Pachycephalosaurs are often considered herbivores, likely feeding on a variety of plants. However, some evidence suggests that they may have been omnivores, supplementing their diet with small insects or other animals.

Behavior and Lifestyle

The behavior of pachycephalosaurs is not well-known due to limited fossil evidence. Some theories, based on the dome-shaped skulls, suggest these dinosaurs engaged in head-butting or flank-butting behaviors, either as a display of dominance or for mating purposes. However, as mentioned earlier, these theories remain disputed.

Notable Species

The most famous member of this group is probably the Pachycephalosaurus, the largest known pachycephalosaur. Other notable species include Stegoceras, Stygimoloch, and Dracorex.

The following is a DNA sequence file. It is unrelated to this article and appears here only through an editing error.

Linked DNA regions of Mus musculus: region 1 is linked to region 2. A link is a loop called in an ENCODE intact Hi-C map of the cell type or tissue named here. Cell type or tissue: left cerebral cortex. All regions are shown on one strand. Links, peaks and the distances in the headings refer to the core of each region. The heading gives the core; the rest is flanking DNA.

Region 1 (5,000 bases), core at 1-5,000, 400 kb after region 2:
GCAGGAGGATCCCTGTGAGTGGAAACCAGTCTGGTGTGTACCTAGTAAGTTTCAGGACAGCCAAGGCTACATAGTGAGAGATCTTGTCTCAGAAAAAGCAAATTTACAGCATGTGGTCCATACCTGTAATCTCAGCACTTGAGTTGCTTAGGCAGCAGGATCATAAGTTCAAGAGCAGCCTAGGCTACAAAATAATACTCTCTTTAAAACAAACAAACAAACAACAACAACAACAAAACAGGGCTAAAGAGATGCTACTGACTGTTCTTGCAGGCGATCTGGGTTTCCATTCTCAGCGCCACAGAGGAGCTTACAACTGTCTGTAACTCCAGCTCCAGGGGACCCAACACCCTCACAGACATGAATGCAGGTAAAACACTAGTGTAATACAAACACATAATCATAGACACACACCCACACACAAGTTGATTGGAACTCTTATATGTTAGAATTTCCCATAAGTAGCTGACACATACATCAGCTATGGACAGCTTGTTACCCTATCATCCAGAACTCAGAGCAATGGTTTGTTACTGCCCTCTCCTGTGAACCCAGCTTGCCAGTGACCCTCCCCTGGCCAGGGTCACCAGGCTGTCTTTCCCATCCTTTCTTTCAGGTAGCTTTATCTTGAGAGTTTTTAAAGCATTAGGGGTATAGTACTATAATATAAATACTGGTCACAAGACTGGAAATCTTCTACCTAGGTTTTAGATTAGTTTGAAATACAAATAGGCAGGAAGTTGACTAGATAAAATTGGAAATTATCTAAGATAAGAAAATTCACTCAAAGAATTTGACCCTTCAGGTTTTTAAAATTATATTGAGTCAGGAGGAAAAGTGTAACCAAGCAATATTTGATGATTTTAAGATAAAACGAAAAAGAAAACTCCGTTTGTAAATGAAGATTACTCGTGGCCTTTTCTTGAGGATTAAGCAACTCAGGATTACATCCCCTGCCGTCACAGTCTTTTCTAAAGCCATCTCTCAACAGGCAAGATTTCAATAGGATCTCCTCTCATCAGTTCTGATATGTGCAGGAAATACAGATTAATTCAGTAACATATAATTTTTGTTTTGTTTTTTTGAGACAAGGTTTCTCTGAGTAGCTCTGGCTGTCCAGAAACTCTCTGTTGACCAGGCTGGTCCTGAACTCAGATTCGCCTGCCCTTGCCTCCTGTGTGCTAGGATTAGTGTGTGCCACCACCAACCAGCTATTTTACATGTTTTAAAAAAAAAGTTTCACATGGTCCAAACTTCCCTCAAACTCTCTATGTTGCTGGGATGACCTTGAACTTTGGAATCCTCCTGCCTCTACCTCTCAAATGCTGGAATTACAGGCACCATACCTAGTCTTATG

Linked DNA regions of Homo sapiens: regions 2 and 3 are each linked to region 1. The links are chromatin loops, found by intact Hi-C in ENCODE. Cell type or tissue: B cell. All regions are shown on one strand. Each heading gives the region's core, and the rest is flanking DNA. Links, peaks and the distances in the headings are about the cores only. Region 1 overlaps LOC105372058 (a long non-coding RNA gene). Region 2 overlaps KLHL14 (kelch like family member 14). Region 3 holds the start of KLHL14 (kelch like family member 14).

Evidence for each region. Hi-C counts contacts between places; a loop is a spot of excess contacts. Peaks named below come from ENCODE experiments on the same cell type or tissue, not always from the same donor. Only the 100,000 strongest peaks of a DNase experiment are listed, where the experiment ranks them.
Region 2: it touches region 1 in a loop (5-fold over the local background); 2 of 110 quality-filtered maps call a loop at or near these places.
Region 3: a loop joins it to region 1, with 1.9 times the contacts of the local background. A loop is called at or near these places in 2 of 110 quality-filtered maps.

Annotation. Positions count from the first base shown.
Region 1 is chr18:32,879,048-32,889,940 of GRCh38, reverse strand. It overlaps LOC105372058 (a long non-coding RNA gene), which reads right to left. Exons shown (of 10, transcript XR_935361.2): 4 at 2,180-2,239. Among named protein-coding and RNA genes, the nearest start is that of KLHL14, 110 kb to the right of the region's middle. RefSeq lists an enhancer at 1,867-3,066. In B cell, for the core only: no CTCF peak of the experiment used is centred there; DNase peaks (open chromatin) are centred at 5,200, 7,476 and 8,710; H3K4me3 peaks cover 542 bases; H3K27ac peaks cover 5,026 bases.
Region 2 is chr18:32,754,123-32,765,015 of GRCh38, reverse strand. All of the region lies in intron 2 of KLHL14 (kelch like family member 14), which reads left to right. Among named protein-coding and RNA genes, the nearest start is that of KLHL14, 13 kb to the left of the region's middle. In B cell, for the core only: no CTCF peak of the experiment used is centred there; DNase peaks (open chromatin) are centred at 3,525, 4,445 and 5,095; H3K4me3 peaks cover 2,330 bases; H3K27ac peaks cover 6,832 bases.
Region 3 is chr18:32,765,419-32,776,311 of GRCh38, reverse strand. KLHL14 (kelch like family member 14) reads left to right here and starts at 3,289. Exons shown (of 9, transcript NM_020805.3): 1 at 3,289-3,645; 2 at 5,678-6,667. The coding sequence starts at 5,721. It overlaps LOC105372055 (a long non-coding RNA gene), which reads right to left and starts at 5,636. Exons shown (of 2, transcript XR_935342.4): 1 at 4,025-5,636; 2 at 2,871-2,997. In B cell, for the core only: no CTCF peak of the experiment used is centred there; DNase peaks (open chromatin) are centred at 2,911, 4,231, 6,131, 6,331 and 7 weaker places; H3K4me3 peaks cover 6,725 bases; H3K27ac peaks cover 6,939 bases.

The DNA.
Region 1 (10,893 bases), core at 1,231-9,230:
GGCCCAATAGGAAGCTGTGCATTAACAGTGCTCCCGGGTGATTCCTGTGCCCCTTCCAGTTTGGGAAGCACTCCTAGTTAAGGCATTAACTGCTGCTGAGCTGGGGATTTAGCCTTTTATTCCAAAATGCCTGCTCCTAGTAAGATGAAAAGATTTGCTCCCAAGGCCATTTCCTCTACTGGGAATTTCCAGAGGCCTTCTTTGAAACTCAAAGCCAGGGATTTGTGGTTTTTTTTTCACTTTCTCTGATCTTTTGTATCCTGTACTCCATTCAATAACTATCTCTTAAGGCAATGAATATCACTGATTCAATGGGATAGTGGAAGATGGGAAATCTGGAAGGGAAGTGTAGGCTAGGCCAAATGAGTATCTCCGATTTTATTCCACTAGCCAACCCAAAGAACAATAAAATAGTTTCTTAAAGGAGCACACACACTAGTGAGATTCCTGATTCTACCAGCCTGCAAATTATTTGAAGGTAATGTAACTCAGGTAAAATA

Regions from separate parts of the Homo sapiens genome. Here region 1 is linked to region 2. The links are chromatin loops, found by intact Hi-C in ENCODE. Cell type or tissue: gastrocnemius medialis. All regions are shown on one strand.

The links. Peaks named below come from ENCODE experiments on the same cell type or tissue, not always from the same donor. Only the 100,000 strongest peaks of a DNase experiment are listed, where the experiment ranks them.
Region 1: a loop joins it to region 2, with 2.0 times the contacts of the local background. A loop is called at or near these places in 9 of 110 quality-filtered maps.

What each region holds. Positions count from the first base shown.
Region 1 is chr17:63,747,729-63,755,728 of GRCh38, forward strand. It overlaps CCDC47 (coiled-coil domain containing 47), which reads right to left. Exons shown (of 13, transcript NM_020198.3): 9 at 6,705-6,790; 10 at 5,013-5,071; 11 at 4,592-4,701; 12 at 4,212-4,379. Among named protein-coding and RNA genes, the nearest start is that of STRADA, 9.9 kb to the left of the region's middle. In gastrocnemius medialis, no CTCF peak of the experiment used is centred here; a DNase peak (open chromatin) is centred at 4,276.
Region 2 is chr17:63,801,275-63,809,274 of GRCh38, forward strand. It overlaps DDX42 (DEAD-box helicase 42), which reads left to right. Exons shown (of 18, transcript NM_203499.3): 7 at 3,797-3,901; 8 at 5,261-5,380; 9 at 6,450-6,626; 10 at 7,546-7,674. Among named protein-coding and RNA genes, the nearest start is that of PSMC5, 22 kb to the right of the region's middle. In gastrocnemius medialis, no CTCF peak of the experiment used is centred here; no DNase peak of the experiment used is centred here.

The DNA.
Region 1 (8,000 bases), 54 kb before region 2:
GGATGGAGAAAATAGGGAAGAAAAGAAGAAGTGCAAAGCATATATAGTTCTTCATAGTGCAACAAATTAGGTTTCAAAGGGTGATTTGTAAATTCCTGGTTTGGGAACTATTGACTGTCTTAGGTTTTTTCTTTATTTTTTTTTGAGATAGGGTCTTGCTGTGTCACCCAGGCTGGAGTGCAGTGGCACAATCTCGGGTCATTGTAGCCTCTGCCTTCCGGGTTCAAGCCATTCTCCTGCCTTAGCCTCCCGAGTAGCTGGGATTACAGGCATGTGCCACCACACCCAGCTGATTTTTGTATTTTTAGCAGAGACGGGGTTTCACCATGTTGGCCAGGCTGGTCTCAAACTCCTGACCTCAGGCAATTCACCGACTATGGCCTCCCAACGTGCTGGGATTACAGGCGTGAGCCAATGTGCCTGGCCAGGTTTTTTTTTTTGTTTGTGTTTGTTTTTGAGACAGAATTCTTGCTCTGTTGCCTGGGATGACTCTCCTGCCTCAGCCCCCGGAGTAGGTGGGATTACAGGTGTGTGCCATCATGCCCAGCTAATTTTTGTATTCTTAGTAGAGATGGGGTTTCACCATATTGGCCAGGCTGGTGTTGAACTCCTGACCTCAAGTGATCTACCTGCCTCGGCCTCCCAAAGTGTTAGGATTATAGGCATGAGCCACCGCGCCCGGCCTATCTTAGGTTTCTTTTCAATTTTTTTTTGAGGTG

Fossil Record

Pachycephalosaur fossils have been discovered in various parts of the world, including North America and Asia, with a particularly high concentration in the Hell Creek Formation in the United States.

Evolution and Extinction

Pachycephalosaurs belong to the group of dinosaurs known as Ornithischia, or “bird-hipped” dinosaurs. However, they are not ancestors of modern birds, which evolved from a different group of dinosaurs called theropods. Like all non-avian dinosaurs, pachycephalosaurs went extinct in the Cretaceous-Paleogene (K-Pg) extinction event around 66 million years ago.

As with any group of dinosaurs, our knowledge about pachycephalosaurs is limited to what we’ve gleaned from the fossil record, and new discoveries continue to refine our understanding of these fascinating prehistoric creatures.

Image Credit: Graphic courtesy of Jack Horner